...Since the Day I Saw You(Summer, New York City. It’s a partly cloudy day. The location of this tale is the Parker residence, an apartment in Brooklyn. In the foreground, there is a dark blue couch with four cushions sit. On the right end of the couch, there is a wooden footrest with a blue cushion sewn on top of it. In the background, there is a window that shows the skyline of the city. The Brooklyn Bridge is just edged out from the angle in which we see the window. Slightly behind the couch is a wooden kitchen counter with a sink on the left side. To the right of the counter, is a bulletin board. Tic tacked to it, there is the front page of an issue of The Daily Mail with a headline which reads “SPIDER-MAN: COP KILLER!” with an image of Spider-Man punching a cop in the face in the middle of a riot to the right of the headline. To the right of that is a two compartment refrigerator. It is about eight feet large. Lying on the couch, head facing stage right, is Mary. She is lying on her stoma...Since the Day I Saw You by deathchrist2000
Love and Virtue: A Romance in 7 PartsWhen looking at the concepts of Love and Virtue, writers tend to use them to contrast each of their pros and cons. Sometimes, as in the case of the sonnets being discussed in this essay, one of these concepts is shown to be superior to the other; however, this does not necessarily mean that it is so. It should also be noted that I’m looking at the selected sonnets from my perspective, in a time period in which we do not view these concepts as incompatible. When these sonnets were written, the conflict being discussed was an established conflict. The readership of the time already had a working knowledge of the stereotypes of the subjects discussed. They accepted this conflict because it was an established conflict within their religious studies (the deadly sin of lust). However, our society is not the same as the society when these sonnets were written, with focuses on different stories and attitudes regarding said stories being radically different. As such, when put into the conLove and Virtue: A Romance in 7 Parts by deathchrist2000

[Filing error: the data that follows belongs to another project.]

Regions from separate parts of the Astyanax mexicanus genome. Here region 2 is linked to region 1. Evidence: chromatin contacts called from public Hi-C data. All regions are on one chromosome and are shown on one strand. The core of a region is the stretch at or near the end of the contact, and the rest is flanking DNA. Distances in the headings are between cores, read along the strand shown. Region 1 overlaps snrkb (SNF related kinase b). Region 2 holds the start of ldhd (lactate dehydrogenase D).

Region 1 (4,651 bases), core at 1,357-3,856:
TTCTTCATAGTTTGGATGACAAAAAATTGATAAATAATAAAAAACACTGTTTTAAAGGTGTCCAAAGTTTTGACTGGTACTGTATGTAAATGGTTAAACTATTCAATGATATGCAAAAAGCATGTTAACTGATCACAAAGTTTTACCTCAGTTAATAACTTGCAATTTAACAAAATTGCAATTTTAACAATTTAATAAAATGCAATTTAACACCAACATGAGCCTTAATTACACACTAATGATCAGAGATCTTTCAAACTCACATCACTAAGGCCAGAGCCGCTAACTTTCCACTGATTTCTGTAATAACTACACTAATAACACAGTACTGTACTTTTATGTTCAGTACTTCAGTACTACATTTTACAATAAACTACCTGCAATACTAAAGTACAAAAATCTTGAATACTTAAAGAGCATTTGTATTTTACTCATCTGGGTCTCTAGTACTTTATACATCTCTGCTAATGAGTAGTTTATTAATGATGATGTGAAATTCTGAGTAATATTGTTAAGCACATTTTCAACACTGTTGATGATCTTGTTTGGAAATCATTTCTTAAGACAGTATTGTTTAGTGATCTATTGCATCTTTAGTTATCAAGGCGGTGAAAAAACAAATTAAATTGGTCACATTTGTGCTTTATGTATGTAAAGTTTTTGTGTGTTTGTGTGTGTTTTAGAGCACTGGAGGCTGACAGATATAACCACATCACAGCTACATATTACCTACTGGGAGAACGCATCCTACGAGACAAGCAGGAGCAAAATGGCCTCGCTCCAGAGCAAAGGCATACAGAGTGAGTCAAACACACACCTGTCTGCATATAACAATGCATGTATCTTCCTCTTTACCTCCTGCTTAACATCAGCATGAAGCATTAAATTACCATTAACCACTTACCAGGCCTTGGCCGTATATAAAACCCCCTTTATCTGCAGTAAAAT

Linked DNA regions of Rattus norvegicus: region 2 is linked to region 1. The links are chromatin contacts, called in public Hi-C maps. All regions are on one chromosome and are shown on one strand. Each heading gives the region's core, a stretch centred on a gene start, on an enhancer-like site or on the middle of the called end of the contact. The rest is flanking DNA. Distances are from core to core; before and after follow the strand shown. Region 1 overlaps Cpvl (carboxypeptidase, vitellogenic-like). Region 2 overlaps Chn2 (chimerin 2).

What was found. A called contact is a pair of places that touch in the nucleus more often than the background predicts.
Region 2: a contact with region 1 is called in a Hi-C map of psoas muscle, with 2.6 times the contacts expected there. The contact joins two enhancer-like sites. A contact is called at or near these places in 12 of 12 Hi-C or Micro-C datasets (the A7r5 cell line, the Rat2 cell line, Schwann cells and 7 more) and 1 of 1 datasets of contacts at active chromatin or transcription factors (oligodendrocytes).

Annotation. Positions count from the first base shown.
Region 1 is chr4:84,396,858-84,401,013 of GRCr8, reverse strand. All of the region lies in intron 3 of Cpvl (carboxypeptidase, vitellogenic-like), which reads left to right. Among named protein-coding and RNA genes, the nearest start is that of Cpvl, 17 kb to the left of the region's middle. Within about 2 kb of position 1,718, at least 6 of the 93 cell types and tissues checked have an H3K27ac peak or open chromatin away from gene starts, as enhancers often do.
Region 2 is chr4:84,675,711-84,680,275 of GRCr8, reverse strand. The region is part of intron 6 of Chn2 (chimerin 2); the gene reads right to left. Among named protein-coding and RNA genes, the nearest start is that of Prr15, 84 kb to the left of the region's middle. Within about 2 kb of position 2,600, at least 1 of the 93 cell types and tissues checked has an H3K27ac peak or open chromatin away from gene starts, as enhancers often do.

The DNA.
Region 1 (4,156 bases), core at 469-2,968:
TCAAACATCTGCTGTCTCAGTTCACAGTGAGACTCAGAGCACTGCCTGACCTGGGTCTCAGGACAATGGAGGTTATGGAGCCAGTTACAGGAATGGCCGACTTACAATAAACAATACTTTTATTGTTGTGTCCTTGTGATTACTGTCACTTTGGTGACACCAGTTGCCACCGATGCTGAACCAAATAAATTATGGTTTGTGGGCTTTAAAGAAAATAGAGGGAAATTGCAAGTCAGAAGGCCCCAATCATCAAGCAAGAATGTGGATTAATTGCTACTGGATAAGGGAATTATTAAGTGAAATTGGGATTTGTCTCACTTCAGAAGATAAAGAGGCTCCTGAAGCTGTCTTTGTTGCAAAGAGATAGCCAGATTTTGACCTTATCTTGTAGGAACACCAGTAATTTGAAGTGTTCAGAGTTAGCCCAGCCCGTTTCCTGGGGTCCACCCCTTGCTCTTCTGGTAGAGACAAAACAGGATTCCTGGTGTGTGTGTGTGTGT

Maus/Passing Final DraftTo begin this essay, let’s first explore what exactly we are referring to when we talk about war stories. To start with, what is a war? One might answer, a conflict between two foreign powers. But that has issues of it’s own because that would leave out conflicts like the American Civil War. So then, why not redefine war as a conflict between two organized military powers? Well, that leaves out conflicts involving non-military combatants within the conflict such as the French Revolution. Heck, what about wars where one of the two sides is pacifistic? I could go on about the issues of trying to create a “catch-all” definition of a concept as large as war. So, for the purpose of this paper, let us define war as a physical conflict between two populations with ideological differences.Maus/Passing Final Draft by deathchrist2000
Now that we’ve got that out of the way, let us look at what is typically referred to as a war story. When one hears those two words, one tends to think of stories like The Red B
Passing EssayPassing by Nella Larsen uses the concept of double consciousness to explore what it means to be able to pass for white within the society of the United States and the subtext of the lead character’s sexuality permeating in the novel. Specifically, it will be explored through the double acts the characters play in their lives that cause them to have “…two warring ideals in one… body, whose dogged strength alone keeps it from being torn asunder” (Du Bois, 11). Through this reading, I believe the concept of double consciousness is not exclusive to the experiences of African Americans in pre-Civil Rights America, but rather tied to the larger concept of identity.Passing Essay by deathchrist2000
The concept of double consciousness was coined by W.E.B. Du Bois in the opening chapter of The Souls of Black Folk. Double consciousness is “…this sense of always looking at one’s self through the eyes of others…” (Du Bois, 11). Essentially, what this refers to is t